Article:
Lighter, Quicker, Cheaper Placemaking helps Marquette achieve its vision
The City of Marquette is using Lighter, Quicker, Cheaper Placemaking to help implement its vision for a walkable, bikeable business district on Third Street.
The City of Marquette recently began experimenting with an approach to placemaking called ‘Lighter, Quicker, Cheaper. Thanks to a grant from the Michigan Association of Realtors, the Marquette Downtown Development Authority worked with local businesses to implement several Lighter, Quicker, Cheaper placemaking projects along Third Street in Marquette. Additional funds for this project were provided by the City of Marquette, Marquette Downtown Development Authority, Marquette Community Foundation, and River Valley Bank. Additionally, the Michigan State University School of Planning, Design & Construction is providing technical assistance.
The Lighter, Quicker, Cheaper (LQC) approach to placemaking focuses on low-cost, experiments to improving quality of life in the community and relies on local residents, business owners, artists and staff to construct or implement the improvements. Projects may include new seating made of recycled lumber in a public space, potted trees and shrubs added to a street to create greenspace, artistically painted crosswalks to help calm traffic at an intersection, or adding vibrancy to the blank side of a building with a colorful mural. For other LQC Placemaking ideas, read Workshops reveal small-town placemaking strategies.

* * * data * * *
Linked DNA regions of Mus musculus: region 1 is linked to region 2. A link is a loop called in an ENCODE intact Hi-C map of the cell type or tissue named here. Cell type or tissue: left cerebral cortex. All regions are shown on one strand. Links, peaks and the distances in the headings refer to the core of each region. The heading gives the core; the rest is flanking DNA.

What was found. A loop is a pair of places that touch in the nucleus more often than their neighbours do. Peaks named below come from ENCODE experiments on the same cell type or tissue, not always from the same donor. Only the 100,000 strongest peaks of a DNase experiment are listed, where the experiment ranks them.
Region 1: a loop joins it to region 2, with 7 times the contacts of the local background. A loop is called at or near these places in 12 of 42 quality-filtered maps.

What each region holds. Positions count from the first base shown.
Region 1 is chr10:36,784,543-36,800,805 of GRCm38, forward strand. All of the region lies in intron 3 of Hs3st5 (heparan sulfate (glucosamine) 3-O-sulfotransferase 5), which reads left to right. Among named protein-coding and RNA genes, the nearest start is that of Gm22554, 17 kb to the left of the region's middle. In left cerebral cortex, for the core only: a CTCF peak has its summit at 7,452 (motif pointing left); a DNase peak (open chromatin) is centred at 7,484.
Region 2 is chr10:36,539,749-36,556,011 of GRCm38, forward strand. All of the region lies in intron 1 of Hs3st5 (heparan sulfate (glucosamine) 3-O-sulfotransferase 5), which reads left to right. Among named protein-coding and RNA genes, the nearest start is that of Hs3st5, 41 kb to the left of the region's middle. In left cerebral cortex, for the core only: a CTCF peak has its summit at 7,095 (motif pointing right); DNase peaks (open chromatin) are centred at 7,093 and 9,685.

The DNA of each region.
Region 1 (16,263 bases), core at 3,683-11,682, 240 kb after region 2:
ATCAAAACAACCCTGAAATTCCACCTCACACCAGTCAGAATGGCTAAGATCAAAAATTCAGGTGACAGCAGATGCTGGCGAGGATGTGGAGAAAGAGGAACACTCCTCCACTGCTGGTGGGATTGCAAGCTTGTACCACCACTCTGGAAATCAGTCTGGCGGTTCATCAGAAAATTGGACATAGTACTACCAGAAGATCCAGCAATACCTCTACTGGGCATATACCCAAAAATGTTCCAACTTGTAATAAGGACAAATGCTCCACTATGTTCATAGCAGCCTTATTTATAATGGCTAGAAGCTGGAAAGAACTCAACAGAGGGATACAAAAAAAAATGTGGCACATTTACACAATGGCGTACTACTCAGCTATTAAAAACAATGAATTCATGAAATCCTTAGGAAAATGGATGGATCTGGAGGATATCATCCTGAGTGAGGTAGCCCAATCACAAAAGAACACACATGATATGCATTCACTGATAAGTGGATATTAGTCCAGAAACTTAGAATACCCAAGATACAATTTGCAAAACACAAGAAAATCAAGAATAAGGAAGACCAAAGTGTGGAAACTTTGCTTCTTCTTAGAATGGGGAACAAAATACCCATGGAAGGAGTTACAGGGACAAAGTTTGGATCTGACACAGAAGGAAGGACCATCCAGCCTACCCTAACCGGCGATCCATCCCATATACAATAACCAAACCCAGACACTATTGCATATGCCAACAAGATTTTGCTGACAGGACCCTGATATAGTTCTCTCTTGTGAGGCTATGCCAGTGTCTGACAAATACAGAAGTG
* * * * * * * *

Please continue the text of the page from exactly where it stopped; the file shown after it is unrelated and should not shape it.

In Marquette, a bike corral, several artistically painted benches and two low-cost parklets have been installed on Third Street. In a separate effort, the Downtown Development Authority placed several crosswalk signs on the centerline of the street to make crosswalks more visible to cars and to slow traffic. The City of Marquette is also planning to improve the lane markings on the street to better accommodate bicyclists. By the end of the summer, a dedicated bike lane will be added to one side of the street (heading uphill) and a sharrow will be added to the opposite travel lane, which heads downhill.
It is important to note that the steps Marquette is taking on Third Street are part of a vision for the corridor that emerged from the Third Street Corridor Sustainable Development Plan developed in 2013. City planners witnessed the corridor gradually becoming more dominated by cars with increasing numbers of parking lots and drive-thru businesses. In addition to the bicycle and pedestrian improvements mentioned above, the city also recently waived the off-street parking requirements for businesses on Third Street. This measure will help maintain walkability by protecting against further loss of density along the corridor to accommodate cars in surface parking lots.
While LQC Placemaking can be implemented in any community, whether sanctioned by the municipality or not, the planning process for Third Street in Marquette has certainly helped shape the future vision for the corridor and brought various public entities, businesses, and non-governmental organizations together to all work towards the same goal.
If your community could use help strategizing about how to bring diverse interests in the community together to plan a future vision, contact a Michigan State University Extension land use educator.